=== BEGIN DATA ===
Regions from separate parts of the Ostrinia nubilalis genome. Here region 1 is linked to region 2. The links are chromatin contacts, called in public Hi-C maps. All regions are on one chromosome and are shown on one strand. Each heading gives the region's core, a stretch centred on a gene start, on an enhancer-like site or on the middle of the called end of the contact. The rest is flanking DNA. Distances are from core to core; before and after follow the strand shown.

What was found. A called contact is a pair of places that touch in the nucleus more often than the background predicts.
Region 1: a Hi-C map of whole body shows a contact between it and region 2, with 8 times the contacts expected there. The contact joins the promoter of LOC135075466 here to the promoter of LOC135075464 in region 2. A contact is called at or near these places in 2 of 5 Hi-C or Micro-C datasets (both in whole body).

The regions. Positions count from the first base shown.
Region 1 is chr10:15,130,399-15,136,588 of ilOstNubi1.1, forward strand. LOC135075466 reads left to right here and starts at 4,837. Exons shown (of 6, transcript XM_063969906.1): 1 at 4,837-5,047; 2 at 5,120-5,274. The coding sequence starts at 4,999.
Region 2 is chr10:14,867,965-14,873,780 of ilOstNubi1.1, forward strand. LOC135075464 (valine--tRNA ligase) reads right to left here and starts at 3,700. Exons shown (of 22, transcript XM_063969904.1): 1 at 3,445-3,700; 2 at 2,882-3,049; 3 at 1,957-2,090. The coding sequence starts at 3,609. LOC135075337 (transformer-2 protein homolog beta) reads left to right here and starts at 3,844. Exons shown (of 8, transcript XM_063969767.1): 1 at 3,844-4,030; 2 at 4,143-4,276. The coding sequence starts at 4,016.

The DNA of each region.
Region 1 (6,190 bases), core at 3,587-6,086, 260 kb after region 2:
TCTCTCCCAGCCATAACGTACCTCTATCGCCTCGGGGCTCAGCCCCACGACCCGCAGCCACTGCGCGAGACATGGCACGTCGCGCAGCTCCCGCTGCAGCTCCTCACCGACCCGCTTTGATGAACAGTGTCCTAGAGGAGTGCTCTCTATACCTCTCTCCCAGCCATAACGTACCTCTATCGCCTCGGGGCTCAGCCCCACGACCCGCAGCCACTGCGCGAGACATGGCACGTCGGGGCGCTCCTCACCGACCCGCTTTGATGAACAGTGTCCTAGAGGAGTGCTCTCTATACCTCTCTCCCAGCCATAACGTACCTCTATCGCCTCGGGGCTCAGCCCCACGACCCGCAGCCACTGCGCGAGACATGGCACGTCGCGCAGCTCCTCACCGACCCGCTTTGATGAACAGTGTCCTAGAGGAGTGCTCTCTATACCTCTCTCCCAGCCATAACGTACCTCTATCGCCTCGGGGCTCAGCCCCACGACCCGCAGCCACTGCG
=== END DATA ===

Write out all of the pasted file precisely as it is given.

Regions from separate parts of the Ostrinia nubilalis genome. Here region 1 is linked to region 2. The links are chromatin contacts, called in public Hi-C maps. All regions are on one chromosome and are shown on one strand. Each heading gives the region's core, a stretch centred on a gene start, on an enhancer-like site or on the middle of the called end of the contact. The rest is flanking DNA. Distances are from core to core; before and after follow the strand shown.

What was found. A called contact is a pair of places that touch in the nucleus more often than the background predicts.
Region 1: a Hi-C map of whole body shows a contact between it and region 2, with 8 times the contacts expected there. The contact joins the promoter of LOC135075466 here to the promoter of LOC135075464 in region 2. A contact is called at or near these places in 2 of 5 Hi-C or Micro-C datasets (both in whole body).

The regions. Positions count from the first base shown.
Region 1 is chr10:15,130,399-15,136,588 of ilOstNubi1.1, forward strand. LOC135075466 reads left to right here and starts at 4,837. Exons shown (of 6, transcript XM_063969906.1): 1 at 4,837-5,047; 2 at 5,120-5,274. The coding sequence starts at 4,999.
Region 2 is chr10:14,867,965-14,873,780 of ilOstNubi1.1, forward strand. LOC135075464 (valine--tRNA ligase) reads right to left here and starts at 3,700. Exons shown (of 22, transcript XM_063969904.1): 1 at 3,445-3,700; 2 at 2,882-3,049; 3 at 1,957-2,090. The coding sequence starts at 3,609. LOC135075337 (transformer-2 protein homolog beta) reads left to right here and starts at 3,844. Exons shown (of 8, transcript XM_063969767.1): 1 at 3,844-4,030; 2 at 4,143-4,276. The coding sequence starts at 4,016.

The DNA of each region.
Region 1 (6,190 bases), core at 3,587-6,086, 260 kb after region 2:
TCTCTCCCAGCCATAACGTACCTCTATCGCCTCGGGGCTCAGCCCCACGACCCGCAGCCACTGCGCGAGACATGGCACGTCGCGCAGCTCCCGCTGCAGCTCCTCACCGACCCGCTTTGATGAACAGTGTCCTAGAGGAGTGCTCTCTATACCTCTCTCCCAGCCATAACGTACCTCTATCGCCTCGGGGCTCAGCCCCACGACCCGCAGCCACTGCGCGAGACATGGCACGTCGGGGCGCTCCTCACCGACCCGCTTTGATGAACAGTGTCCTAGAGGAGTGCTCTCTATACCTCTCTCCCAGCCATAACGTACCTCTATCGCCTCGGGGCTCAGCCCCACGACCCGCAGCCACTGCGCGAGACATGGCACGTCGCGCAGCTCCTCACCGACCCGCTTTGATGAACAGTGTCCTAGAGGAGTGCTCTCTATACCTCTCTCCCAGCCATAACGTACCTCTATCGCCTCGGGGCTCAGCCCCACGACCCGCAGCCACTGCG